Although an instrumental experimental noise album at its core, Acts of Betrayal covers a wide variety of stylistic elements across its seven tracks and hour length, including jagged noise, caustic drone, scrap metal-infused industrial, and power electronics bluster. The lengthy opener Coup D’Etat is demonstrative of this, with a slow-moving yet tensile drone ambience which gradually elevates with hollow scrap metal sounds and a rising tide of crisp distortion. Flowing immediately into following track Dragged Through The Mud, the manipulated scrap metal tones are brought to the fore to create significant sonic heft, sitting in the mid to higher tonal range. Given its 15-minute length, Meridian takes ample time to unfold from the early passage of electroacoustic minimalism, but builds to a monolithic maelstrom of multilayered noise of roaring jet engine proportions. Following the hefty peaks of this track, a couple of more subdued and controlled tracks feature (Fate Deciding Life and Death and Times of Grief), which can be broadly bracketed under the descriptor ‘industrial noise meets electroacoustic experimentation’. As for the title track, it gradually increases in intensity, although a series of slowly elevating industrial-toned corkscrew loops with raw and shredding noise is added for good measure towards the track’s end. Divergent Paths features scrabbling scrap metal sonics and dour underpinning synth, plus a tone of power electronics bluster. Final track Nights Of Endless Fire spans electro-acoustic soundscapes and tensile drones, but through the last half features one final rising tide of scrap metal sonics and harsh noise chaos.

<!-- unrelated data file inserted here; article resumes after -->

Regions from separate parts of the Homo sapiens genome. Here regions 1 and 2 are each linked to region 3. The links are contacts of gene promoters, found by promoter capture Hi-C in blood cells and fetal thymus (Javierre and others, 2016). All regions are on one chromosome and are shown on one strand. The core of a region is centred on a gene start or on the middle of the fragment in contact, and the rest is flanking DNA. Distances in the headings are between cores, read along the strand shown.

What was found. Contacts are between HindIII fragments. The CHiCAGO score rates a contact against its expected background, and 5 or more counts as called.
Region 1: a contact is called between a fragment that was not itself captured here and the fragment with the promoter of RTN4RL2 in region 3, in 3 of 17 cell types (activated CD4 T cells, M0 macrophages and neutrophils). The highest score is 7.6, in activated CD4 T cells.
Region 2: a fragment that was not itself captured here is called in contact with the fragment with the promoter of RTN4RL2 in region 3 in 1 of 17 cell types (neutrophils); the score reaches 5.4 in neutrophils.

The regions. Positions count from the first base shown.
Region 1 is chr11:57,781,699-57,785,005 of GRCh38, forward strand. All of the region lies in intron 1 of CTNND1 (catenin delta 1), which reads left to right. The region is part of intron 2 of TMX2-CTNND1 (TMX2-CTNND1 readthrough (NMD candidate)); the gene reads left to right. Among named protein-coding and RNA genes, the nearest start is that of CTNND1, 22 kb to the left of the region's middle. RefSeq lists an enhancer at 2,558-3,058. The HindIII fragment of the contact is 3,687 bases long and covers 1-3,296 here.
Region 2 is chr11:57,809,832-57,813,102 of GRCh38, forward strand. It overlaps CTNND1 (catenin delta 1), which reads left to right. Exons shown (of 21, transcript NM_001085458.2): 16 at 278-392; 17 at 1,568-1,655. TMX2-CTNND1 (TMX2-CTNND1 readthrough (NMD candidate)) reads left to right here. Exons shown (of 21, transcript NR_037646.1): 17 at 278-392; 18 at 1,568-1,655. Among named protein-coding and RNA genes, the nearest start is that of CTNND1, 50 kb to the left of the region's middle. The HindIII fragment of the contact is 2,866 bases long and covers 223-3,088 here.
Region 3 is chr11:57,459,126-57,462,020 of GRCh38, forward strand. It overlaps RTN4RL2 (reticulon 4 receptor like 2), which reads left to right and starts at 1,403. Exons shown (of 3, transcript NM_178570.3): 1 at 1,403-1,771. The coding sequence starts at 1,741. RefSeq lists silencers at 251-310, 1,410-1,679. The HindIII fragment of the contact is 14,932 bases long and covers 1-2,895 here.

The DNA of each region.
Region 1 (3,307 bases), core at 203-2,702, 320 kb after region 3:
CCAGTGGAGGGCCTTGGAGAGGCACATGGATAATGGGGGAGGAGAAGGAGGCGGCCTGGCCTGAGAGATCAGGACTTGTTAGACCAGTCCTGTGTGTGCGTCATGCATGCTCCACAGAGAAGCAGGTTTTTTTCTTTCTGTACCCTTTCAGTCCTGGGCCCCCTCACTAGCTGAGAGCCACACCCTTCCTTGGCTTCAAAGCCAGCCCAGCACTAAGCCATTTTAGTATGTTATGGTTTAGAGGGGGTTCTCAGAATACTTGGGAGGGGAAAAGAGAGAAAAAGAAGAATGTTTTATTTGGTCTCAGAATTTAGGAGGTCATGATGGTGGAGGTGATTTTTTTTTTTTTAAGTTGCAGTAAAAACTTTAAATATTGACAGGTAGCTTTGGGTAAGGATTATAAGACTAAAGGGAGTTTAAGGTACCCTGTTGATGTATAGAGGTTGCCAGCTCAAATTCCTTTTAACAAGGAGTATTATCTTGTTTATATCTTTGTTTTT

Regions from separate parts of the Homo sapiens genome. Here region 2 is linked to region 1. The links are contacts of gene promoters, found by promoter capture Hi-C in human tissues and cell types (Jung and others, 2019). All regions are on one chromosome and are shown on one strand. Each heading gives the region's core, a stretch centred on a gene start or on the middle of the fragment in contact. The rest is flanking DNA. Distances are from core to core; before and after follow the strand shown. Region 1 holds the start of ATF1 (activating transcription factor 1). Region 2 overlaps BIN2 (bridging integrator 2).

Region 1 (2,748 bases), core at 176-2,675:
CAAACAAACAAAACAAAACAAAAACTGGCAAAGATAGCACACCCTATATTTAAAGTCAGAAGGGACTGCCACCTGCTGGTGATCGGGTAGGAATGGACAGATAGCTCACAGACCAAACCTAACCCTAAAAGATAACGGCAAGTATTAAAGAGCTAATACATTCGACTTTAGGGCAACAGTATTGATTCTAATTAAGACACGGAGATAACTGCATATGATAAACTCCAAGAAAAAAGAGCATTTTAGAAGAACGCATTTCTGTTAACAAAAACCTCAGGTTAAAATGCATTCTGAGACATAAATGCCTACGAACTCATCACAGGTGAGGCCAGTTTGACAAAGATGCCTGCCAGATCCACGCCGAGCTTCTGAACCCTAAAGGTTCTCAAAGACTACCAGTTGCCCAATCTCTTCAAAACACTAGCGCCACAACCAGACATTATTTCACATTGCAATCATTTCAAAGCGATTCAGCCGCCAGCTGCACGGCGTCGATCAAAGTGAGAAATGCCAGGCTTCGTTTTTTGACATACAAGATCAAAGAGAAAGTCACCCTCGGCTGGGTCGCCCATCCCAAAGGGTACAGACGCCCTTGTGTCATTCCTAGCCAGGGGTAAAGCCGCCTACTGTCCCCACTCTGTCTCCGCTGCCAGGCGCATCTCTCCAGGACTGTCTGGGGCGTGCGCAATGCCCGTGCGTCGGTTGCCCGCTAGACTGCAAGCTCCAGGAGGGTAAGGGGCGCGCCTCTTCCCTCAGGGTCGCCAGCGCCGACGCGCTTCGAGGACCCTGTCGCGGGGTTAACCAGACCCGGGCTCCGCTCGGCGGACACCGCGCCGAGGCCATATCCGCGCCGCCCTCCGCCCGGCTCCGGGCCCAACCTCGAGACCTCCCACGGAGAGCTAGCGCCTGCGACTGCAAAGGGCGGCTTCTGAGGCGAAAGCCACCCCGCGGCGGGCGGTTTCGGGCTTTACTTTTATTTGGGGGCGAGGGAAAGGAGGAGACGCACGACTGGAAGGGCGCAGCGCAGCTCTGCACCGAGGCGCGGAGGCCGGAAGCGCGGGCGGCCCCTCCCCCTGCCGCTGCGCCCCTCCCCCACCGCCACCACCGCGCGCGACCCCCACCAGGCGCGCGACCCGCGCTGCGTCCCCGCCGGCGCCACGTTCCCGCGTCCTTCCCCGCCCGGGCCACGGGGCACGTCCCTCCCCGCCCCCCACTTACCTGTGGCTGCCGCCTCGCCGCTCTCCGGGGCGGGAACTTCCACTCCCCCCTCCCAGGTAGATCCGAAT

For me personally, it is the slower and more sonically spacious moments of the album that work best, but that observation says far more regarding my own listening preferences: noise heads would clearly revel in the moments that build to maelstroms of cascading sonics. But with moments swaying from those of a jagged and harsh tonality, through to segments of controlled and contemplative experimental noise atmospherics, it demonstrates both craft and attention to detail. A strong and commendable album is the result, with the CD housed in a high gloss, four-panel, colour digipack.

Contrastate – The Illusion of Power

Contrastate – The Illusion Of Power CD Old Europa Café 2020

The Illusion Of Power comes eight long years after the last Contrastate album in 2012, A Breeding Ground For Flies (while 2016 saw the release of No Eden Without Annihilation, that is effectively a live collection and considered to be a ‘sister album’ to A Breeding Ground For Flies). So, given full-length albums from the illustrious Contrastate are a rare occurrence, this is reason for long-term fans to rejoice.